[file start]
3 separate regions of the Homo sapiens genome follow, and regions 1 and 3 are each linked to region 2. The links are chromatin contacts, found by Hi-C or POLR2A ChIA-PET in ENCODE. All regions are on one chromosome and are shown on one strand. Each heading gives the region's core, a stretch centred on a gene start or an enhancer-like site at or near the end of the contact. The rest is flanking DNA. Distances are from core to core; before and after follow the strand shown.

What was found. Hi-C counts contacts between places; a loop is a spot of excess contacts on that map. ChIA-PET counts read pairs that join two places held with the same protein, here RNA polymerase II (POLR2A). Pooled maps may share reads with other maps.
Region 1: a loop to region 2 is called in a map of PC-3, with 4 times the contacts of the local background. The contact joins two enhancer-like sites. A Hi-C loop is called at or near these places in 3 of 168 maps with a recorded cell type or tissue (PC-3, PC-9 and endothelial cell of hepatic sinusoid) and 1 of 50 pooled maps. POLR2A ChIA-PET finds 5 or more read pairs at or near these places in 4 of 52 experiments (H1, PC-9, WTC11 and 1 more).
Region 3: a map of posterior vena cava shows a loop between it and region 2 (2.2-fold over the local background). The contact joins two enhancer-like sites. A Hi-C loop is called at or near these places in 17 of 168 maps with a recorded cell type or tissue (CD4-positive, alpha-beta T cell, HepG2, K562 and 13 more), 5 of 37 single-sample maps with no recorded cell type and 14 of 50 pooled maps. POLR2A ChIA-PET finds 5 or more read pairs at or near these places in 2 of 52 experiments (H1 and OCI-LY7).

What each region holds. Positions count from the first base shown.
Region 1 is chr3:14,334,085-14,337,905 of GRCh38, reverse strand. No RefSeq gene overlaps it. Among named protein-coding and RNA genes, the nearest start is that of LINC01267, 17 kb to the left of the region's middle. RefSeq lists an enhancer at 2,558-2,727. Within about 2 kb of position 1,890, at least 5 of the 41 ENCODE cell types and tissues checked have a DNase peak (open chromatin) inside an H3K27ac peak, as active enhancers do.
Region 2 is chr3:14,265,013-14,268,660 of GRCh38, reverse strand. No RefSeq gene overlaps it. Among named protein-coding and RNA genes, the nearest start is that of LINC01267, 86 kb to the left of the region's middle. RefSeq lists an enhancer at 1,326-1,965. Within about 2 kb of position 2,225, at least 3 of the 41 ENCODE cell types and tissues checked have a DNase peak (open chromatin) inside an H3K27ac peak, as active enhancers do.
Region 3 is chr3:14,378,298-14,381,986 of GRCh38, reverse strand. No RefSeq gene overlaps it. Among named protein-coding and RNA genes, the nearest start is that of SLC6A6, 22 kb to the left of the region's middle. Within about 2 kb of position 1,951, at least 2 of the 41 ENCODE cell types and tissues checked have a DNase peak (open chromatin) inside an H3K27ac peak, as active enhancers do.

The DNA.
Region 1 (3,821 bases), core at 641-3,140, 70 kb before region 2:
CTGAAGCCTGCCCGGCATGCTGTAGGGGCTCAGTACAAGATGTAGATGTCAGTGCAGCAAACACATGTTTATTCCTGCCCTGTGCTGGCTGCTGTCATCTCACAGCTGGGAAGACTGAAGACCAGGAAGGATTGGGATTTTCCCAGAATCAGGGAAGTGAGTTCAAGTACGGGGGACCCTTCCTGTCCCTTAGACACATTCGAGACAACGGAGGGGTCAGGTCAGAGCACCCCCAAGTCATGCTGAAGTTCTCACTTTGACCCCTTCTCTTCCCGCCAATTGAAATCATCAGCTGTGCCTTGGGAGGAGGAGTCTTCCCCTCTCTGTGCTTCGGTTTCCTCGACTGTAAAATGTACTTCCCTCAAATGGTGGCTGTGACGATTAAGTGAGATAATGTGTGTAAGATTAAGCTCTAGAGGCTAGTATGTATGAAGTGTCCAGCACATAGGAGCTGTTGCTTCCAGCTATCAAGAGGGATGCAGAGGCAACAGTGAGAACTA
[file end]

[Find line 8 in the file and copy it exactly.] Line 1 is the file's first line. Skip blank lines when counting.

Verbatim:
Region 3 is chr3:14,378,298-14,381,986 of GRCh38, reverse strand. No RefSeq gene overlaps it. Among named protein-coding and RNA genes, the nearest start is that of SLC6A6, 22 kb to the left of the region's middle. Within about 2 kb of position 1,951, at least 2 of the 41 ENCODE cell types and tissues checked have a DNase peak (open chromatin) inside an H3K27ac peak, as active enhancers do.